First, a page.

Track: Coaching Cue to Prevent Dropped Relay Batons
Track: Coaching Cue to Prevent Dropped Relay Batons

Track: Coaching Cue to Prevent Dropped Relay Batons

Dick Moss, Editor, Physical Education Update.com

If you watched the 2008 Summer Olympics, you saw the many dropped batons in the sprint relays. How could this happen at the Olympic level? Well, for the same reason it happens at school meets.

Reasons for Missed Exchanges
There are a number of things that can go wrong during a relay exchange. The incoming runner can miss the outgoing runner's hand. The outgoing runner can mis-time the start mark, start too fast or slow, fail to keep a steady receiving hand, or present the receiving hand too soon or too late. While any of these factors can result in the baton not being passed within the exchange zone, the worst thing that can happen is a dropped baton.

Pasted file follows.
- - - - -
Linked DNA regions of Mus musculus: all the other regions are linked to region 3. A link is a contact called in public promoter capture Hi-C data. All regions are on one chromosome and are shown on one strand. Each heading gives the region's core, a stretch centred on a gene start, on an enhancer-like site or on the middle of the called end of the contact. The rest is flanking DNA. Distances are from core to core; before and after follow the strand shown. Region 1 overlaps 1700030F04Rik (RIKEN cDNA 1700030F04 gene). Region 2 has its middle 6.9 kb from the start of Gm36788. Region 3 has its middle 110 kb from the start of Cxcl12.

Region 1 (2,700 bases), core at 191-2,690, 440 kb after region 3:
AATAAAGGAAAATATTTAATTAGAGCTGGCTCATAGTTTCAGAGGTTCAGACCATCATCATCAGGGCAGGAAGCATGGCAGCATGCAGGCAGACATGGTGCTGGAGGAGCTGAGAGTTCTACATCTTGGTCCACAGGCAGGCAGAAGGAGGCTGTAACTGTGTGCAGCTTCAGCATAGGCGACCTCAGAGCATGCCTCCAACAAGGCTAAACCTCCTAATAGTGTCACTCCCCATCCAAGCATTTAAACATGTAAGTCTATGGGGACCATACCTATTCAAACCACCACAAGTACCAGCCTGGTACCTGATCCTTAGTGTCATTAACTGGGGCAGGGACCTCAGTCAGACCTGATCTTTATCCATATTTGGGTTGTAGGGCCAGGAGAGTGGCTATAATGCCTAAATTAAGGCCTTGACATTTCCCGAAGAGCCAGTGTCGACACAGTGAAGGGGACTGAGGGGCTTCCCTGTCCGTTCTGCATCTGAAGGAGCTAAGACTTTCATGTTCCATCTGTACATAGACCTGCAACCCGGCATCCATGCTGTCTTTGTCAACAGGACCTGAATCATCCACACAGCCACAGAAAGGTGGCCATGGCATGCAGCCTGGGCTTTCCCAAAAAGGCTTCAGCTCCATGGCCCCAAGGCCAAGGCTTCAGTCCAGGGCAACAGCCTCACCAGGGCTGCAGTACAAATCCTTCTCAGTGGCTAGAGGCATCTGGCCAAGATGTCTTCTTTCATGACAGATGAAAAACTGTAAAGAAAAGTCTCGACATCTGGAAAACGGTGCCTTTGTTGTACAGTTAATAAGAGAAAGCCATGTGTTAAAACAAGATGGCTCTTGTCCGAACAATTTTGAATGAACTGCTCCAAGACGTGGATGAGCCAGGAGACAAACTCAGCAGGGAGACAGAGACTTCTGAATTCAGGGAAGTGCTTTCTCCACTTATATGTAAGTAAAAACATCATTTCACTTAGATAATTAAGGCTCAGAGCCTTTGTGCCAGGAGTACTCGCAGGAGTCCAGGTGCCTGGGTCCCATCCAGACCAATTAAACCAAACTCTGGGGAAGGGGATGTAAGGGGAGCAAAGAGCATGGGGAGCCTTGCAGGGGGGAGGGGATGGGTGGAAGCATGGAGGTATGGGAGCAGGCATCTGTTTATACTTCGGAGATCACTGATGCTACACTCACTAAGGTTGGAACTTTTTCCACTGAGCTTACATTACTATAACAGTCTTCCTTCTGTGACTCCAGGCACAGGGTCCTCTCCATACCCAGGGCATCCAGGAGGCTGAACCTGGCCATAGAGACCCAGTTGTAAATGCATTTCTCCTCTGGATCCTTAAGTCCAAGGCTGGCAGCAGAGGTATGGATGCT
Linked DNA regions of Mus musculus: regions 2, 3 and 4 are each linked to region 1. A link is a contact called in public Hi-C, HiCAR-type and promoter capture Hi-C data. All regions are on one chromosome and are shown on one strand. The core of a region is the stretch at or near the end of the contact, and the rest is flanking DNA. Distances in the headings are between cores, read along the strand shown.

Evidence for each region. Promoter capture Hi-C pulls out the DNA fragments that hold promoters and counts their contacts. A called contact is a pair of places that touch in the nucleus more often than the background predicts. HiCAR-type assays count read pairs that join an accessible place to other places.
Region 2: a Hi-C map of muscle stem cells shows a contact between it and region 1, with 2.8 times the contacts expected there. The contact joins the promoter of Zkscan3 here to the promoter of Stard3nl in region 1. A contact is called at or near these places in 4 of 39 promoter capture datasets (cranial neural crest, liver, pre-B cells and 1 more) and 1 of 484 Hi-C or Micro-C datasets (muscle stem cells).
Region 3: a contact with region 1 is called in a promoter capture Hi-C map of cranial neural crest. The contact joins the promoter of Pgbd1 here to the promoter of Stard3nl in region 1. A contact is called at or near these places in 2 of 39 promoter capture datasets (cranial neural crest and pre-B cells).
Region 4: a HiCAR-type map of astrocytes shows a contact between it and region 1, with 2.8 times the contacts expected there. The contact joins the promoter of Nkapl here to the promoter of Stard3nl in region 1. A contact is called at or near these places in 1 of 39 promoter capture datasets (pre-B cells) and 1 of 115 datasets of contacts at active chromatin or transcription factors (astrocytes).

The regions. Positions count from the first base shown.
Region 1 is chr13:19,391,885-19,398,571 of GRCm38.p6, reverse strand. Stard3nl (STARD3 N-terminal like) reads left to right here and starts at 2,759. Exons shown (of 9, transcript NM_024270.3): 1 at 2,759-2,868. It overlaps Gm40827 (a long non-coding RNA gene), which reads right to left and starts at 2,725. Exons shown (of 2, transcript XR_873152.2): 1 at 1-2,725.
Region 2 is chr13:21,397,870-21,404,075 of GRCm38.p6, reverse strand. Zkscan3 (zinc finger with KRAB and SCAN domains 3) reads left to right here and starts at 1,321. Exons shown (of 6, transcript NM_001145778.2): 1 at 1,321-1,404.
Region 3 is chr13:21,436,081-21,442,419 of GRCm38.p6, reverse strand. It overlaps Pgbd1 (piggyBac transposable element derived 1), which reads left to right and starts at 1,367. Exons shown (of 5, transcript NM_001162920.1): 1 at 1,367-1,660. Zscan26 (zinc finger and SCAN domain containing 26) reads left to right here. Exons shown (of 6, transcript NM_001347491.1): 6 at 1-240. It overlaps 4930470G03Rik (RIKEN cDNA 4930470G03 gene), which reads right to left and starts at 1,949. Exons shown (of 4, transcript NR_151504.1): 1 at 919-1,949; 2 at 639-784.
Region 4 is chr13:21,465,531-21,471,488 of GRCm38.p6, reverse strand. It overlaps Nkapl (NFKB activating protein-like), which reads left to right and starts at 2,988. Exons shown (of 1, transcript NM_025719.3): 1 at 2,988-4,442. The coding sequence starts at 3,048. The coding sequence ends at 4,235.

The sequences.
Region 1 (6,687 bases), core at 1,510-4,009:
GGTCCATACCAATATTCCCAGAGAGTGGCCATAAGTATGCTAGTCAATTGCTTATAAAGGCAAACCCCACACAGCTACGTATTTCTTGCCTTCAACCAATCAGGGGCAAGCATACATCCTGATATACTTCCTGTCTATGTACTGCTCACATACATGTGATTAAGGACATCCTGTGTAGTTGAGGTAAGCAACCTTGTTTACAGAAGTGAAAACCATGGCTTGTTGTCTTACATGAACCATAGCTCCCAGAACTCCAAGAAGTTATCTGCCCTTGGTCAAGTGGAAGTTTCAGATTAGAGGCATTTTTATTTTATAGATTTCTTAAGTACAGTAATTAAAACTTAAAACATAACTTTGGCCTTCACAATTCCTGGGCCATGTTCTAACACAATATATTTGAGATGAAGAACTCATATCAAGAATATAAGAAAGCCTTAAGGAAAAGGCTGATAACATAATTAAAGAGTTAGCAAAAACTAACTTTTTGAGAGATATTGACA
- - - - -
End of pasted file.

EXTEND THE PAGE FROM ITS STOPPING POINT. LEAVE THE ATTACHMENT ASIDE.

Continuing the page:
Reasons for a Dropped Baton
One of the primary reasons for a dropped baton lies with the incoming runner. That is, the incoming runner lets go of the baton as soon as she feels the baton make contact with the outgoing runner's hand - before the outgoing runner has a firm grip.

Preventing Dropped Batons
You can prevent this problem by instructing incoming runners not to let go of the baton as soon as they feel it contact their partner's hand. They must maintain a light grip on the baton until they feel their teammate actually pull it away from them. That way, they know the stick is under their teammate's control.


Reference: Glenroy Gilbert, Canadian National Relay Team Coach, CBC television coverage, 8/22/08.


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